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St. Paul, Minn. — Truth-in-taxation hearings have turned into shouting matches in some communities, with angry taxpayers yelling at their local officials. Some homeowners report property tax increases of more than 50 percent.
While that's the exception rather the the rule, residential property taxes are estimated to go up 11.67 percent statewide next year, according to the state Revenue Department.
The increases are particularly difficult for people on fixed incomes, and the Minnesota Senior Federation has found that some of its members spend more than 10 percent of their income on property taxes.
Six times in the past three decades, homeowners' property taxes have risen more than 10 percent statewide. Last year's increase was less than 6 percent, and the estimate for this year is 11.67 percent.
"I get calls from people, 'Where do we go? Where do we go?' They don't know," said Marlowe Hamerston, who chairs the Senior Federation's tax committee.
Hamerston said the Senior Federation has been saying for years that property taxes should be based on income, not the value of a home.
"If we make the system fair -- which this system would be fair, because it's based on ability to pay -- we don't need all of the property tax refund, all of the rebates, all of the monkey business that they use to make the system work now," Hamerston said.
The state spent more than $150 million on property tax refunds last year, and state officials estimate that number will grow to $175 million in the current fiscal year. The state also has a market value homestead credit used to buy down property taxes, which costs about $300 million a year.
Hamerston said if property owners paid 2 percent of their income to fund local government, the state could get rid of the rebates and tax credits.
But the Senior Federation's proposal is a tough sell at the Capitol, where there is a lot of talk about property tax relief, but not reform.
The chair of the House property tax division, Rep. Ray Vandeveer, R-Forest Lake, said he sponsored the Senior Federation's legislation to start the discussion. But Vandeveer said it's unlikely such an overhaul would happen in a short legislative session.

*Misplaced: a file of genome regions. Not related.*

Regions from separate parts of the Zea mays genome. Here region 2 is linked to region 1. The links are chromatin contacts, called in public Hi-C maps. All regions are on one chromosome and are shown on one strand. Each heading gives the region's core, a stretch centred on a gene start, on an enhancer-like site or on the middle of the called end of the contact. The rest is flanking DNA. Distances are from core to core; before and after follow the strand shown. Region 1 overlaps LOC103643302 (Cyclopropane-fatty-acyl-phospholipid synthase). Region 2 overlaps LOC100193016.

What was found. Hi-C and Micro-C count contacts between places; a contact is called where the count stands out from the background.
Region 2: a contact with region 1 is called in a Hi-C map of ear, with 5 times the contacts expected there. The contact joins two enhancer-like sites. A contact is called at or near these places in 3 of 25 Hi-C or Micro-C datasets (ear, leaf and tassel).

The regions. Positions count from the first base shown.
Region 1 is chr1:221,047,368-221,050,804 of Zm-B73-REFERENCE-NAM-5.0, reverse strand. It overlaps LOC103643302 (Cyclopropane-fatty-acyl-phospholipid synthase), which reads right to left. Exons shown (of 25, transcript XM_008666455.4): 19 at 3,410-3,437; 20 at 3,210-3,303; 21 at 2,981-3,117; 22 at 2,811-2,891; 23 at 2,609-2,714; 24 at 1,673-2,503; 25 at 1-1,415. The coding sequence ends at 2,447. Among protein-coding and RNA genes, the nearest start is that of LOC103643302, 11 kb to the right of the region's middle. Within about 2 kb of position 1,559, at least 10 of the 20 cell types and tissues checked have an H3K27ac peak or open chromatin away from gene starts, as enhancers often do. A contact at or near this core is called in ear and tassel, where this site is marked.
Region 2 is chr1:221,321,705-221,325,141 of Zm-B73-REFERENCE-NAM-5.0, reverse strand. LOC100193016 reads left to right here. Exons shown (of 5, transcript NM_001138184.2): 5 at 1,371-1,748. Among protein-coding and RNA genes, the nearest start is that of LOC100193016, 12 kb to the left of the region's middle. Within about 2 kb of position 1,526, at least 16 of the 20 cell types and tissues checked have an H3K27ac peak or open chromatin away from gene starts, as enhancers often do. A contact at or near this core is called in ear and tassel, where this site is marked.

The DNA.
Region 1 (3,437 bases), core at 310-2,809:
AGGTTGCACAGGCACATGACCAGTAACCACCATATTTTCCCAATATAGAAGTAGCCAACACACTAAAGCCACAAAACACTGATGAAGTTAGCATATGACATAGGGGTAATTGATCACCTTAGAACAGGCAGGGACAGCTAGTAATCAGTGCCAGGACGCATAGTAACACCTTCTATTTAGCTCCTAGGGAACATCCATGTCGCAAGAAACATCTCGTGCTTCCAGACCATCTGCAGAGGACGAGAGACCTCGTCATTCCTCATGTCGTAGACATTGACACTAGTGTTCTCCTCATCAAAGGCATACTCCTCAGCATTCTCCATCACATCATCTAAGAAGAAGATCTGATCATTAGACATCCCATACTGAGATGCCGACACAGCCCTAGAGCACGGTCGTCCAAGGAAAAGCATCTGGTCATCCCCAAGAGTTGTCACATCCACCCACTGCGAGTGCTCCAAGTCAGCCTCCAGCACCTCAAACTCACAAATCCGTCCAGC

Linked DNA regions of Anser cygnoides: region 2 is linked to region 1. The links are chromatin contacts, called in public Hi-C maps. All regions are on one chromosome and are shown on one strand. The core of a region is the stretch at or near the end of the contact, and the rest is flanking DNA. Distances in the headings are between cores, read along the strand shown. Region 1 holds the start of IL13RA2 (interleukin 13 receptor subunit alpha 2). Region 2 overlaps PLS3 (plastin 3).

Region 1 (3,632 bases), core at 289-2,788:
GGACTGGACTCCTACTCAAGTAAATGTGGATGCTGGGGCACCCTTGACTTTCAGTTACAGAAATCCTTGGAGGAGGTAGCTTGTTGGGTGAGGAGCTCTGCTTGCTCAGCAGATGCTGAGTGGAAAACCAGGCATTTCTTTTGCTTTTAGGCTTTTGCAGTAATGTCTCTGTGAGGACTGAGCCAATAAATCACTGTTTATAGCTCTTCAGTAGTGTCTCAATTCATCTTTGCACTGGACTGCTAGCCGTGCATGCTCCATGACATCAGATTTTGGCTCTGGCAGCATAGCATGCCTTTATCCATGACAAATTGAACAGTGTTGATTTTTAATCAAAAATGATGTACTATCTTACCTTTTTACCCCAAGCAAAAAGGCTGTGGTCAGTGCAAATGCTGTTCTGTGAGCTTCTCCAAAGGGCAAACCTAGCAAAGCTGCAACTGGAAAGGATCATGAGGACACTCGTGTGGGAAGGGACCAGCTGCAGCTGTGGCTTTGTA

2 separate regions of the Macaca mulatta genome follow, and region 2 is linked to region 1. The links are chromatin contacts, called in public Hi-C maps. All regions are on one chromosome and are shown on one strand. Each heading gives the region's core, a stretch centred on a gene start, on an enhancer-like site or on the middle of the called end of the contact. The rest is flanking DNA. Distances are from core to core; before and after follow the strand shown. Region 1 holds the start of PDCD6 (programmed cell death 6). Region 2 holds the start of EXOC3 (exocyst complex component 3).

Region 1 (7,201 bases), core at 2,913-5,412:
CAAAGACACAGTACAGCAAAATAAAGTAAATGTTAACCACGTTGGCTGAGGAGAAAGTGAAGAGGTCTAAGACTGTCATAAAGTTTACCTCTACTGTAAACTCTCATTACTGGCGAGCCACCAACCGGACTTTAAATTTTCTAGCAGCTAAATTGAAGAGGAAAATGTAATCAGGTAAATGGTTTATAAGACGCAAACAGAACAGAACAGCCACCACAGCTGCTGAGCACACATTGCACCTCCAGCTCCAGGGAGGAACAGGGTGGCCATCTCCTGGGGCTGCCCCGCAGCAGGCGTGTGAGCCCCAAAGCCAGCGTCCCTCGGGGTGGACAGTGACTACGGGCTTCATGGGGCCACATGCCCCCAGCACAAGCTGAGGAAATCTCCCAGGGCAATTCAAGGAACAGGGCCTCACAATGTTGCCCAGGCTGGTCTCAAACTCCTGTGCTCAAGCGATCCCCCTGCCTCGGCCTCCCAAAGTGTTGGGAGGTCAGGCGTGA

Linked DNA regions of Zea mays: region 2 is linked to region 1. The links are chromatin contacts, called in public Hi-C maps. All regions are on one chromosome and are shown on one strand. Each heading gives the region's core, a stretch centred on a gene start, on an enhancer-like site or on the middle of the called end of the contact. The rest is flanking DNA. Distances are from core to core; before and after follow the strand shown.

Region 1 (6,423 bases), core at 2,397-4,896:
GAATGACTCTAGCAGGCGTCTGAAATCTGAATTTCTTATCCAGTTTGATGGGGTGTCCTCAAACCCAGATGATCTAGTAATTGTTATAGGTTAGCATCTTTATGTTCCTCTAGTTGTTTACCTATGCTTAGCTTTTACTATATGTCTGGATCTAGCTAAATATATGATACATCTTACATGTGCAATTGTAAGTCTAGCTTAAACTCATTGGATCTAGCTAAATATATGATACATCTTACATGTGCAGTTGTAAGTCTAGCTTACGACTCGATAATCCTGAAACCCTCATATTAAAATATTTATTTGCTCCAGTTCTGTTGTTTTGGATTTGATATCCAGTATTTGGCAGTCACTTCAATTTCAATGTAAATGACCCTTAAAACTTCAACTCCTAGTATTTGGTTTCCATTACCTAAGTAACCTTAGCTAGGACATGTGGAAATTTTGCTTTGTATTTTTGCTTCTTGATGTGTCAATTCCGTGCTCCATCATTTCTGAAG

"It is a sweeping proposal," Vandeveer said. "It essentially turns the property tax into an income tax."
Vandeveer said while the Senior Federation plan may be too ambitious for legislators to tackle next session, he does expect plenty of debate on how to reduce property taxes.
"Politically, it is an issue in a lot of areas, so I'm not ruling out anything at this point," said Vandeveer. "There has been a lot of discussion, especially on the K-12 levy, as far as mitigating that."
Vandeveer said he's not opposed to property tax relief, as long as it goes directly to homeowners. He said if the state tries to fix the problem by increasing funding for local governments and schools, the money gets spent on local services, and taxpayers don't get a break.
Other legislators say if the state hadn't cut funding for local governments during lean budget times, cities, counties and school districts wouldn't have had to raise property taxes.
Senate tax chairman Larry Pogemiller, DFL-Minneapolis, said state decisions over the past few years have led to a greater reliance on local property taxes.
Pogemiller believes the state has largely undone the "Minnesota Miracle" of the 1970s, which reformed the property tax system. He said property tax relief won't fix the problem.
"That's a band-aid, that's one-time money," said Pogemiller. "It took a few years to unravel the bipartisan solution that we did have, and it's going to take us a few years to rebuild that."
According to the state Revenue Department, double-digit property taxes are unusual, but not unprecedented, since the Minnesota Miracle. Six times in the past three decades, homeowners' property taxes have risen more than 10 percent statewide. Last year's increase was less than 6 percent.
Gov. Pawlenty has said that property tax increases are largely driven by local spending decisions, and his Revenue Commissioner, Dan Salomone, has noted that rising home values account for much of the increase for homeowners.
Pawlenty hasn't proposed any property tax relief or reform at this point, although he'll come out with a supplemental budget proposal early next year.
The state has about $300 million in a tax relief account left over from last year, and many lawmakers want to use that for property tax relief.
But it's possible that money may be swallowed up, after a judge's ruling that the state can't collect a 75-cent-per-pack cigarette surcharge, expected to bring in about $400 million over two years.